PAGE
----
Above cooperative setup can be used in the case of a multiple access cannel (the two nodes send data to the same access point). In a more general setup that multiple transmitter/receiver pairs share the spectrum, once a node has access to a data symbol relevant to the other node(s), it can decide to activate its transmitter to relay the received signal within the OFDM cyclic prefix, while continuing to listen to subsequent incoming signals. This feature can be used to enhance diversity, or save energy through relaying operation (when the relaying nodes enjoy good outgoing channel conditions).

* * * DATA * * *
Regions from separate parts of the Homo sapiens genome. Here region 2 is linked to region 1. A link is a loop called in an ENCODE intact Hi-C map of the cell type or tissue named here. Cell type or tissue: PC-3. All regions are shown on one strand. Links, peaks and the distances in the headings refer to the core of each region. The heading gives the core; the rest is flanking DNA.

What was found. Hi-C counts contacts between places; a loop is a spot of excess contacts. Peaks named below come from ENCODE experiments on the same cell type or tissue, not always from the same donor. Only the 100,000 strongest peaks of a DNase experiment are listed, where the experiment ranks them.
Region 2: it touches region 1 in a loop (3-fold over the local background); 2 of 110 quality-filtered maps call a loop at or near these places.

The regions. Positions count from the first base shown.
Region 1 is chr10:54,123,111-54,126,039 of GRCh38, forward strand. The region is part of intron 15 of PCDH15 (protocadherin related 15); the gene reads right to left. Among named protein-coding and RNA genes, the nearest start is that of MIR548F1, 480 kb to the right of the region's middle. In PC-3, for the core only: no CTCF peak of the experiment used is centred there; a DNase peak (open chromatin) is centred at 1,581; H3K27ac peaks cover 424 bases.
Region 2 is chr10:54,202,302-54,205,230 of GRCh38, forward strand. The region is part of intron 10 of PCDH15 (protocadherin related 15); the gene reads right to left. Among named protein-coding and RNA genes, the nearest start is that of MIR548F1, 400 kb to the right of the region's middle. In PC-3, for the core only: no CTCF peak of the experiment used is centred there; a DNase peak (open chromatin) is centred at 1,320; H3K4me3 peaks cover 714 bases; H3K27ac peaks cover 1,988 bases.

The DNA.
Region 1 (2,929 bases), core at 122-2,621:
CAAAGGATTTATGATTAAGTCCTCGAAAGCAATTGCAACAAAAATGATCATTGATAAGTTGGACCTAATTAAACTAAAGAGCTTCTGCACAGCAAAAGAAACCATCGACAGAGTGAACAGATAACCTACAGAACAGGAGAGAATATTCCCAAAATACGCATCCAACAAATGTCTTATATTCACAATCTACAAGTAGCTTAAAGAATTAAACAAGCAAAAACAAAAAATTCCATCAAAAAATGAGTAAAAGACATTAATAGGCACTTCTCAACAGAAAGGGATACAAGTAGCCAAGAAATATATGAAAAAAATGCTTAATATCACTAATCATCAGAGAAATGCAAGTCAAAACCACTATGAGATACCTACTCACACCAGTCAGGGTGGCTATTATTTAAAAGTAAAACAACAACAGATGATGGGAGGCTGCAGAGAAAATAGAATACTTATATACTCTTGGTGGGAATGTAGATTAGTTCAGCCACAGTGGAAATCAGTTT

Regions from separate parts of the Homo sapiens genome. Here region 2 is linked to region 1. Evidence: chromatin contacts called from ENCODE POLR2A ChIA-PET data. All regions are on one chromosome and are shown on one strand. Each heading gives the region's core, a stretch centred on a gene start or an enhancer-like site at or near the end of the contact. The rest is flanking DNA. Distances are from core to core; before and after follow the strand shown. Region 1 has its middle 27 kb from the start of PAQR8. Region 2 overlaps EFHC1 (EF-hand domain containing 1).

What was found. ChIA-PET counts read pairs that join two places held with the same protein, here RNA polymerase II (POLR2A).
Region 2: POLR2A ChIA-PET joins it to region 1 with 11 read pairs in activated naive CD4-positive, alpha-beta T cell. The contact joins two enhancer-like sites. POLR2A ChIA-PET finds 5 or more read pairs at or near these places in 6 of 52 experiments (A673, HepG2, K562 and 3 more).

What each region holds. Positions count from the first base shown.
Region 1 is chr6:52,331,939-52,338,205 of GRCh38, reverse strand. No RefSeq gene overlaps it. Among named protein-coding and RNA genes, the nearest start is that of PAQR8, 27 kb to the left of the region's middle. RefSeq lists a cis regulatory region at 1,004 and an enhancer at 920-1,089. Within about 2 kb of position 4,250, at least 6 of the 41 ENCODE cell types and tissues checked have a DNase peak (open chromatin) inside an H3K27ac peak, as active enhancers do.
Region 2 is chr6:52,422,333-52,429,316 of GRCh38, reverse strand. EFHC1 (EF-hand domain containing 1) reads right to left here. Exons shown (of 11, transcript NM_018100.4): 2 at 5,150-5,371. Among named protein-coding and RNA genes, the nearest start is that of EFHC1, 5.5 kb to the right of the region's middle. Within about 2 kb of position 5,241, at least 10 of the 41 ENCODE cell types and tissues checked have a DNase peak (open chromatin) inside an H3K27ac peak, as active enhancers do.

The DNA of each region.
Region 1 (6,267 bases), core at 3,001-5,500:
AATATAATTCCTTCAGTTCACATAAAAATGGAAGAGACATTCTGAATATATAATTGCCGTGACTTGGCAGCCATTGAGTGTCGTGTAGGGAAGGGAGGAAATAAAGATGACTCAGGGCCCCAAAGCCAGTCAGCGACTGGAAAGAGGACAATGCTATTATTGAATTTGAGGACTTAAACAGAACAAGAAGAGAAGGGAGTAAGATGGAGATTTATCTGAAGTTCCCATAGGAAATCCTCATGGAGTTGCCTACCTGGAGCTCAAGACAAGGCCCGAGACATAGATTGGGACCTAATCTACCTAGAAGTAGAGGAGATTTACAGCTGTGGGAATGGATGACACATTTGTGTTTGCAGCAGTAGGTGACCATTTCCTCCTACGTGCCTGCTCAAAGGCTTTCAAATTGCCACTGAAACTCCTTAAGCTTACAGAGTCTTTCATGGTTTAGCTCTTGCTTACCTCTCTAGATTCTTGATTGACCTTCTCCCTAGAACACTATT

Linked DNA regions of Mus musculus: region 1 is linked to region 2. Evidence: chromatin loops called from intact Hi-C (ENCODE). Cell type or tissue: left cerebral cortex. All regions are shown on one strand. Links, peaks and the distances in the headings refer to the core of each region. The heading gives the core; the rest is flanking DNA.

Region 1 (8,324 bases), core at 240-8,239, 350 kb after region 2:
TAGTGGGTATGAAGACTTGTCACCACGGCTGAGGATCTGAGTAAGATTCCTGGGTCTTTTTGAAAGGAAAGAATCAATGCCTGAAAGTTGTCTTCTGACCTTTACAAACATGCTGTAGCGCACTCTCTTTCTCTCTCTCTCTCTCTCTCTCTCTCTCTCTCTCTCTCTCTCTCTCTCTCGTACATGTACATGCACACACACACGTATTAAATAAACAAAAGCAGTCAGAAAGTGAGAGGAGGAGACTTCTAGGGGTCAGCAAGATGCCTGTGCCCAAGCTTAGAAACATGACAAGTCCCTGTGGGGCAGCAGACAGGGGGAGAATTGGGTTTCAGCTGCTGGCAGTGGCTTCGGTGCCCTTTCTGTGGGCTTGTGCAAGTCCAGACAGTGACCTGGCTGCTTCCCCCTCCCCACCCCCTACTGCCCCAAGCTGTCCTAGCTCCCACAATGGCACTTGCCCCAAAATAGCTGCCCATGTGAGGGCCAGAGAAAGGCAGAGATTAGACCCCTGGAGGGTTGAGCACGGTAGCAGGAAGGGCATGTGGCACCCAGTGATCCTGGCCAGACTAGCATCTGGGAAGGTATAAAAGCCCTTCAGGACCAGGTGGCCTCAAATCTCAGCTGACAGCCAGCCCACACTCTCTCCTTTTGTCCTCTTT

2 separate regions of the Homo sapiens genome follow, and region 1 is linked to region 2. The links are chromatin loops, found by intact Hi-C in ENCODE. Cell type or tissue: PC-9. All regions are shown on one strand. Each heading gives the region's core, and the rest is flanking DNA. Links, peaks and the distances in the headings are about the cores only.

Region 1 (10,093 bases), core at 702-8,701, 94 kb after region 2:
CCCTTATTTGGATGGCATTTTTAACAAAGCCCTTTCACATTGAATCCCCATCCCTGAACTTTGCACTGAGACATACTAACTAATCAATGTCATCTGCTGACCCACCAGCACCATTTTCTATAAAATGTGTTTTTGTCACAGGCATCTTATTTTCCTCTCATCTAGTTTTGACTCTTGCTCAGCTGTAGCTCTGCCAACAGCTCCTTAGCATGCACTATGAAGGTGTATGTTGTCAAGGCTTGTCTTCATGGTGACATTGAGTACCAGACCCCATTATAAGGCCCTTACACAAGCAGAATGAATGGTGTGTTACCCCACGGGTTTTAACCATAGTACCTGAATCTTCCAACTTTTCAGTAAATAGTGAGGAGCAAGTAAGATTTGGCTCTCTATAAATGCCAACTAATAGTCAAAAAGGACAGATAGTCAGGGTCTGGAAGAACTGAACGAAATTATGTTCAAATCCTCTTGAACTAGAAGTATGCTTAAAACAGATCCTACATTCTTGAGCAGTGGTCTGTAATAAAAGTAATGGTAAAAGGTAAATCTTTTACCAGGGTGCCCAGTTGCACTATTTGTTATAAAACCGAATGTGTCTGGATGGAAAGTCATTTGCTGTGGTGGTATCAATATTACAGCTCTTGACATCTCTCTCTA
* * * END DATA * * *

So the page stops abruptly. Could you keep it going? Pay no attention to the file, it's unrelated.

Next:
FIG. 4 are block diagrams showing cooperative communication in accordance with one example. Unit A has a message intended to be sent to Unit A' and Unit B has a message intended to be sent to Unit B'. All receivers hear transmitters. In a phase 1, transmitters in subunits in A and B transmit their respective messages. This may include a single transmission, or a coded block protected by Forward Error Correction (FEC). A phase 2 of co-operation starts after phase 1. All receivers hear transmissions in phase 1 and phase 2, but a selected subset of receivers will be active and listen to the incoming signal. In FIG. 4, subunits specified in smaller boxes with bold-ace fonts specify subunits that are active in phase 1 and phase 2, either as transmitter or as receiver. Direction of arrows in FIG. 4 show the flow of information in the sense of specifying, which receive subunit, is listening to which transmit subunit. In phase 2, two transmit subunits and two receive subunits are active. Active receive subunits are on the receive side, but active transmit subunits can be on either sides depending on the quality of their received signal in phase 1, which in turn is dictated by the channel gains and respective signal-to-noise ratios in phase 1. This results in 4 protocols for phase 2 as shown in FIG. 4. A decision about which of these protocols should be followed in phase 2 can be made by a central node, which informs all the units of the policy to be used. Such a policy can be revised in periods determined by how fast the channel conditions are changing. As mentioned earlier, phase 1 can be as short as a single transmission, and as long as a coded block protected by FEC. Correspondingly, phase 2 will operate on the single symbol, or on the coded block. Phase 2 can relay the noisy signal, or perform complete or partial decoding to remove or reduce the effect of the noise. To reduce or remove noise, this operation involves hard decision, soft decision or soft output decoding. Accordingly, transmission policy of each transmit subunit active in phase 2, say in terms of transmit energy, can be locally optimized according to the instantaneous quality of the corresponding received signal in phase 1. These local adjustments to policy will be complementary to the global policy determined by the central node.